Report on Etna (Italy) — August 2007
Bulletin of the Global Volcanism Network, vol. 32, no. 8 (August 2007)
Managing Editor: Richard Wunderman.
Etna (Italy) Explosive activity and lava fountains during 4-5 September 2007
Please cite this report as:
Global Volcanism Program, 2007. Report on Etna (Italy) (Wunderman, R., ed.). Bulletin of the Global Volcanism Network, 32:8. Smithsonian Institution. https://doi.org/10.5479/si.GVP.BGVN200708-211060.
37.748°N, 14.999°E; summit elev. 3320 m
All times are local (unless otherwise noted)
A report by members of the Istituto Nazionale di Geofisica e Volcanologia di Sezione Catania (INGV-CT), Behncke and Neri (2007), discussed Etna's 4-5 September eruption. On 6 September field work on the eastern zone of the Southeast Crater (SEC) revealed profound morphologic changes. The SEC's eastern pit crater was the source of lava flows.
The erupted material was distributed mostly to the E, covering the plateau between the base of the SEC and the western rim of the Valle del Bove with a thickness ranging from a few meters to more than 25 m (figure 124). The accumulation of welded scoria formed a mound more than 700 m long.
The scoria mound, which formed by falling material, was composed primarily of extremely light and vesicular scoria, of varying size, from less than a centimeter to meters, oxidized and reddish in color. The thickness of the scoria deposits varied from over 25 m at the base of the SEC to about 8 m in the area around the western rim of the Valle del Bove, behind hornitos at ~ 2,800 m elevation, which formed during the 2006 eruption.
The scoria appeared to have moved after landing. In addition, localized movement also occurred along some wide-opening fracturing.
During the formation of the scoria mound, lava descended as three principal streams. The streams emerged from the SE sector of the eruptive crater (venting at the Eastern pit crater) (figure 125).
The field observers saw the southern rim of the eruptive crater and the zone beneath it. To an elevation of about 2,800 m, these rocks emitted fumarolic vapors and contained hot fractures. The position of this fissure field appeared to coincide, at least in part, with what had already been identified by thermal telecamera during the helicopter survey carried out by the governmental Regional Civil Protection. Inside the 4-5 September eruptive vent (Eastern pit crater seen in figures 125 and 126), the team also saw a point of continuous and pulsating gas emissions.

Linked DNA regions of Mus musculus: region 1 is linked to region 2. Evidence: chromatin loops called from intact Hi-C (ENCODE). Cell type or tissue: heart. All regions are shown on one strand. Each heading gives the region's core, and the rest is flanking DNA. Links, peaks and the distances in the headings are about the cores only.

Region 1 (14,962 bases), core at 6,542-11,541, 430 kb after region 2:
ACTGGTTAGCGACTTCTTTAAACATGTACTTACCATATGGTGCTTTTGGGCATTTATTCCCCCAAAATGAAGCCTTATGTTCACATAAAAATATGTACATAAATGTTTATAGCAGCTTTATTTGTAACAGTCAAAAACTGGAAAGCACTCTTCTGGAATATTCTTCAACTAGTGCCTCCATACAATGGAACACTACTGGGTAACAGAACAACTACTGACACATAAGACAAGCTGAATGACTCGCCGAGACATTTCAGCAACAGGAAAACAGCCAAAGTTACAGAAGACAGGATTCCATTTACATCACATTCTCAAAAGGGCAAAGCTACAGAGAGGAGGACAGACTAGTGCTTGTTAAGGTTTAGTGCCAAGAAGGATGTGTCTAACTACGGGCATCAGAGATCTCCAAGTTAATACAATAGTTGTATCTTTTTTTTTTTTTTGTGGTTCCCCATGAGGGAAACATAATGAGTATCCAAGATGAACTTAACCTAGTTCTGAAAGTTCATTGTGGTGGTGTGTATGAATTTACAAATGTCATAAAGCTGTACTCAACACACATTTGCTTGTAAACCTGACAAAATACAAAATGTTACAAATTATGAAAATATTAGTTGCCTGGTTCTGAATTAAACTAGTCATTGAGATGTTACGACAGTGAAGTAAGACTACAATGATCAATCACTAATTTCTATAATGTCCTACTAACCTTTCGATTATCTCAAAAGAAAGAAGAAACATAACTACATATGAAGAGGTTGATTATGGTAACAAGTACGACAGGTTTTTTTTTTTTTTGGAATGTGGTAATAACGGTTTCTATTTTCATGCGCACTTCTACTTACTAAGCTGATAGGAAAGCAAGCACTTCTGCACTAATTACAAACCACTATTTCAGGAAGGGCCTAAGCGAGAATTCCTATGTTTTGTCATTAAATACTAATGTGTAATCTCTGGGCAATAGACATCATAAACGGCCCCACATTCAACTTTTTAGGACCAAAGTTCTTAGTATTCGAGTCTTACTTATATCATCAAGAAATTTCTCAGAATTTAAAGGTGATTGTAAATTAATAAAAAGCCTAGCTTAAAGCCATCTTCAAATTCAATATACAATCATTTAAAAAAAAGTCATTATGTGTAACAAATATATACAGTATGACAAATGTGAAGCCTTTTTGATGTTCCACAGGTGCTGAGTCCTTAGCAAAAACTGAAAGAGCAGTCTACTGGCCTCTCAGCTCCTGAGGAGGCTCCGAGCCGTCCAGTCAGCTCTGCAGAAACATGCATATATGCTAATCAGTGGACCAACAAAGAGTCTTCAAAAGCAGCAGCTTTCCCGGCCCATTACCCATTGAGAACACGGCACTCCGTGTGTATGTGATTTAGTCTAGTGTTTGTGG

|Figure 126. At Etna's SEC, this photo shows the degassing vent inside the active crater. Courtesy of INGV.|
Reference. Behncke, B. and Neri, M., 2007, L'eruzione del 4-5 settembre 2007 al Cratere di Sud-Est (Etna): osservazioni di terreno in prossimit? della bocca eruttiva; copyrighted report of the INGV-CT (posted on their website and accessed October 2007).
Geologic Background. Mount Etna, towering above Catania, Sicily's second largest city, has one of the world's longest documented records of historical volcanism, dating back to 1500 BCE. Historical lava flows of basaltic composition cover much of the surface of this massive volcano, whose edifice is the highest and most voluminous in Italy. The Mongibello stratovolcano, truncated by several small calderas, was constructed during the late Pleistocene and Holocene over an older shield volcano. The most prominent morphological feature of Etna is the Valle del Bove, a 5 x 10 km horseshoe-shaped caldera open to the east. Two styles of eruptive activity typically occur, sometimes simultaneously. Persistent explosive eruptions, sometimes with minor lava emissions, take place from one or more summit craters. Flank vents, typically with higher effusion rates, are less frequently active and originate from fissures that open progressively downward from near the summit (usually accompanied by Strombolian eruptions at the upper end). Cinder cones are commonly constructed over the vents of lower-flank lava flows. Lava flows extend to the foot of the volcano on all sides and have reached the sea over a broad area on the SE flank.
Information Contacts: Sonia Calvari, Boris Behncke, and Marco Neri, Istituto Nazionale di Geofisica e Vulcanologia (INGV), Sezione di Catania, Piazza Roma 2, 95123 Catania, Italy.